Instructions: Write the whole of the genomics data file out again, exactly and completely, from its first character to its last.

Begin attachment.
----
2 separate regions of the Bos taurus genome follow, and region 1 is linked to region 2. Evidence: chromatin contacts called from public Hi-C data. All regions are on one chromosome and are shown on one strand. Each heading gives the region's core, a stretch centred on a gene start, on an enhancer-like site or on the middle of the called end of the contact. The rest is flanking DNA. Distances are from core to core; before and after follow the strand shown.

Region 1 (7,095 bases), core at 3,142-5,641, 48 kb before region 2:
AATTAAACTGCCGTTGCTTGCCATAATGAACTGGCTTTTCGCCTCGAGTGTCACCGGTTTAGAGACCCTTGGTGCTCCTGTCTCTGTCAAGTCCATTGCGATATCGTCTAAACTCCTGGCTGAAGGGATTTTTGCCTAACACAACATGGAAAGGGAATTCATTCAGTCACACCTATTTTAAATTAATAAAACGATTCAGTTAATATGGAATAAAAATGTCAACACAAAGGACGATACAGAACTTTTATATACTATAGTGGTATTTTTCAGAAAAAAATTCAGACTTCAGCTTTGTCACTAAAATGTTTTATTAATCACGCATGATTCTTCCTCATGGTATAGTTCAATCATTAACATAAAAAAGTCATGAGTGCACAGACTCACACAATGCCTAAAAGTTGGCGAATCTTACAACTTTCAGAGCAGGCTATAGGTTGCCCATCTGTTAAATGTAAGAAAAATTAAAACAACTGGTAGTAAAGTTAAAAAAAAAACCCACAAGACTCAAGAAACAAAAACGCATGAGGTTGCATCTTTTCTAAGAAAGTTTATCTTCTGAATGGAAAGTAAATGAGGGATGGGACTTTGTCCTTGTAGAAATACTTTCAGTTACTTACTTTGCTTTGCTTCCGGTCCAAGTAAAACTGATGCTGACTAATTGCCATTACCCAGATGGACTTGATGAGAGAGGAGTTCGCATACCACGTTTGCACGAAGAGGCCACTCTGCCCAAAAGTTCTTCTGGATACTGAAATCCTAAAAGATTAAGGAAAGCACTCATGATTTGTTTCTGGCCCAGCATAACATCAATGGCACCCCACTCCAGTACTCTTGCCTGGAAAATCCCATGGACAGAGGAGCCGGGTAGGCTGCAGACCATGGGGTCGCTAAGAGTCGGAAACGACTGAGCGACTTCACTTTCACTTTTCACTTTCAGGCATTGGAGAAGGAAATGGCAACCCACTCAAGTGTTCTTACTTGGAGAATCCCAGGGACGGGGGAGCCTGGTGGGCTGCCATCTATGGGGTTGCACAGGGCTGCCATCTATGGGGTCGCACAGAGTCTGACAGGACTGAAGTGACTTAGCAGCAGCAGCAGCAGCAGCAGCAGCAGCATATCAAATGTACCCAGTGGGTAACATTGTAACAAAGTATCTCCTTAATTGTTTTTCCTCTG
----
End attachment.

2 separate regions of the Bos taurus genome follow, and region 1 is linked to region 2. Evidence: chromatin contacts called from public Hi-C data. All regions are on one chromosome and are shown on one strand. Each heading gives the region's core, a stretch centred on a gene start, on an enhancer-like site or on the middle of the called end of the contact. The rest is flanking DNA. Distances are from core to core; before and after follow the strand shown.

Region 1 (7,095 bases), core at 3,142-5,641, 48 kb before region 2:
AATTAAACTGCCGTTGCTTGCCATAATGAACTGGCTTTTCGCCTCGAGTGTCACCGGTTTAGAGACCCTTGGTGCTCCTGTCTCTGTCAAGTCCATTGCGATATCGTCTAAACTCCTGGCTGAAGGGATTTTTGCCTAACACAACATGGAAAGGGAATTCATTCAGTCACACCTATTTTAAATTAATAAAACGATTCAGTTAATATGGAATAAAAATGTCAACACAAAGGACGATACAGAACTTTTATATACTATAGTGGTATTTTTCAGAAAAAAATTCAGACTTCAGCTTTGTCACTAAAATGTTTTATTAATCACGCATGATTCTTCCTCATGGTATAGTTCAATCATTAACATAAAAAAGTCATGAGTGCACAGACTCACACAATGCCTAAAAGTTGGCGAATCTTACAACTTTCAGAGCAGGCTATAGGTTGCCCATCTGTTAAATGTAAGAAAAATTAAAACAACTGGTAGTAAAGTTAAAAAAAAAACCCACAAGACTCAAGAAACAAAAACGCATGAGGTTGCATCTTTTCTAAGAAAGTTTATCTTCTGAATGGAAAGTAAATGAGGGATGGGACTTTGTCCTTGTAGAAATACTTTCAGTTACTTACTTTGCTTTGCTTCCGGTCCAAGTAAAACTGATGCTGACTAATTGCCATTACCCAGATGGACTTGATGAGAGAGGAGTTCGCATACCACGTTTGCACGAAGAGGCCACTCTGCCCAAAAGTTCTTCTGGATACTGAAATCCTAAAAGATTAAGGAAAGCACTCATGATTTGTTTCTGGCCCAGCATAACATCAATGGCACCCCACTCCAGTACTCTTGCCTGGAAAATCCCATGGACAGAGGAGCCGGGTAGGCTGCAGACCATGGGGTCGCTAAGAGTCGGAAACGACTGAGCGACTTCACTTTCACTTTTCACTTTCAGGCATTGGAGAAGGAAATGGCAACCCACTCAAGTGTTCTTACTTGGAGAATCCCAGGGACGGGGGAGCCTGGTGGGCTGCCATCTATGGGGTTGCACAGGGCTGCCATCTATGGGGTCGCACAGAGTCTGACAGGACTGAAGTGACTTAGCAGCAGCAGCAGCAGCAGCAGCAGCAGCATATCAAATGTACCCAGTGGGTAACATTGTAACAAAGTATCTCCTTAATTGTTTTTCCTCTG